1
vote
2answers
67 views

Looking for the inverse of “frictional”

Does frictional means "that which is produced by friction"? Or is there a better word that means "that which generates friction"?
41
votes
6answers
5k views

How long can you say “the late so and so”?

When you refer to the deceased, you say "the late so and so." How long can you say that? Is JFK referred to as the late John F. Kennedy? How about Abraham Lincoln?
0
votes
2answers
64 views

“Delinquent” to describe something non-monetary

Can delinquent be used to describe something like a school assignment? You still have some delinquent assignments. Or does the word only apply to monetary matters?
1
vote
2answers
545 views

Is “yearslong” a word?

New York Times just published an article where they use the word "yearslong": Federal agents charged 18 current and former members of the Los Angeles County Sheriff’s Department on Monday, ...
0
votes
1answer
131 views

“Technology” is to “technical” as “memory” is to what?

I'm writing a sentence about the job of the memory and am characterizing absorption with memory. How do I say "memorical absorption" correctly? Memorial sounds like a noun...
-1
votes
2answers
2k views

Can you say “unconfident”, as in the opposite of being/having confidence? [closed]

Can you say unconfident? I heard it mentioned in Top Chef recently, where a chef mentioned she was unconfident with her cooking skills in a certain area. Is this the correct way to describe the ...
1
vote
2answers
231 views

Is “heartfelt” reserved for sad moments, or can it be used for happy ones?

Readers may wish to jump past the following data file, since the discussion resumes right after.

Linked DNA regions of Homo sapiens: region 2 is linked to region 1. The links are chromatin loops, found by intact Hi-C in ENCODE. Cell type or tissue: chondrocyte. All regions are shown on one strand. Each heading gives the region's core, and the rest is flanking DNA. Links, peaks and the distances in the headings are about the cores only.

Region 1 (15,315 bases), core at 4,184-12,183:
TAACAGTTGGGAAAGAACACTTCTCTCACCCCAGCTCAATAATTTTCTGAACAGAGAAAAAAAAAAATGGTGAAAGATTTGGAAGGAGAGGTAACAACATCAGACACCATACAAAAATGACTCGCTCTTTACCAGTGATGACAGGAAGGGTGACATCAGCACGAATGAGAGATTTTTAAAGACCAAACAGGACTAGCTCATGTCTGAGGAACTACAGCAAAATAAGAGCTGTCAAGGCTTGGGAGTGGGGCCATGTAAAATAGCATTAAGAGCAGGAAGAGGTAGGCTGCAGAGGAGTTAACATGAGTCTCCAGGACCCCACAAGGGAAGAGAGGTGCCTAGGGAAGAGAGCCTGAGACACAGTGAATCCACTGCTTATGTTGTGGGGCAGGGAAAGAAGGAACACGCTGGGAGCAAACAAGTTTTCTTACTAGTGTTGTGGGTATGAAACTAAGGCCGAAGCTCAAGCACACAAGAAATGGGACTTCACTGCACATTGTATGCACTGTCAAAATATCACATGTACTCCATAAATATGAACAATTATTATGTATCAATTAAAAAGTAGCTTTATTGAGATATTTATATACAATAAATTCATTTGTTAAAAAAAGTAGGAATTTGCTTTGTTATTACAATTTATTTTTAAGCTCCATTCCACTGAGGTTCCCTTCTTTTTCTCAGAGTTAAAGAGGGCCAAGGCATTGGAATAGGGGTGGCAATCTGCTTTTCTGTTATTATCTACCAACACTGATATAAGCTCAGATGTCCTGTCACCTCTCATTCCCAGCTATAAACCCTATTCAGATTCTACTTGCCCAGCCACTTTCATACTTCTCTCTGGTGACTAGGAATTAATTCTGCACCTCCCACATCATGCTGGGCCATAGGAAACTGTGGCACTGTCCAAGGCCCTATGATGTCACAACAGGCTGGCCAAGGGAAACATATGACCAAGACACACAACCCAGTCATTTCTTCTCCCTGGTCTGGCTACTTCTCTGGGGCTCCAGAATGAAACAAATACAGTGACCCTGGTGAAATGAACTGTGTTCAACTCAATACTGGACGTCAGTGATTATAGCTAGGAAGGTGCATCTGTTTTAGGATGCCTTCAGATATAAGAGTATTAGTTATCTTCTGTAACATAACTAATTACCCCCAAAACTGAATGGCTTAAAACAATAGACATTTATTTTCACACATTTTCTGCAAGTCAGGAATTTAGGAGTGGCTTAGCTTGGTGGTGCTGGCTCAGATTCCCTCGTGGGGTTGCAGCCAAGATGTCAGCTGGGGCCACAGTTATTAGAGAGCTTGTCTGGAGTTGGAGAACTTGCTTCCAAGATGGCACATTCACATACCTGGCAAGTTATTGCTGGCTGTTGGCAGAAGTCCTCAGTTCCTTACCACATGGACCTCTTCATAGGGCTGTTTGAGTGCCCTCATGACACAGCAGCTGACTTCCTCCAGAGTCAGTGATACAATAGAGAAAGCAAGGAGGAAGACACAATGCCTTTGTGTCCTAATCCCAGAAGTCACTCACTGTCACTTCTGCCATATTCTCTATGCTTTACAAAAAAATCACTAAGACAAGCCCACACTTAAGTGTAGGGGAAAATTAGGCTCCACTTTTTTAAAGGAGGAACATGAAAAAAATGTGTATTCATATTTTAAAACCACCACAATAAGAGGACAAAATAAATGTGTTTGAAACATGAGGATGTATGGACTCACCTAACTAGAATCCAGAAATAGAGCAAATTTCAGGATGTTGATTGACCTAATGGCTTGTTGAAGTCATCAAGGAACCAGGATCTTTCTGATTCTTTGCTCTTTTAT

I'm writing an email about something nice (a newborn child), and was about to use the word "heartfelt". Just then, I noticed I may have heard the word almost exclusively in the context of a sad ...
-1
votes
2answers
56 views

Whose conclusion vs concluding

I'm attempting to state the conclusion authors drew from a study. At first, I had written my sentence like this: Reardon, Arshan, and Attebery detail a study in which Texas teachers selectively ...
-1
votes
2answers
55 views

Is “homogeneous…as” grammatically correct?

Here is the sentence: "A is made of a homogeneous material as that of B" Is this sentence grammatically correct?? or is there any more appopriate phrase?? Please help me out..
2
votes
1answer
3k views

Battery is flat

I was born and raised in some anglophone Asian country where people use the word "flat" to describe a battery when no electrical current can be generated by it. Some would even use the word "flat" to ...
3
votes
6answers
4k views

Difference between “dumb” and “stupid”

A friend and I had a disagreement about something, in which he called one of my statements "dumb". As we were talking through the disagreement, it got a little heated and I tried repeating what he had ...
4
votes
1answer
759 views

What is the origin & meaning of “It used to drive me spare”? [duplicate]

While watching the eponymous documentary on Stephen Hawking, his wife described her husband's behaviour when he was deep in thought. She said he could be surrounded by children and not even notice ...
0
votes
2answers
88 views

Usage of “convivial”

Is "convivial" a formal and uncommon word? Can I say "a convivial community"?
-3
votes
2answers
360 views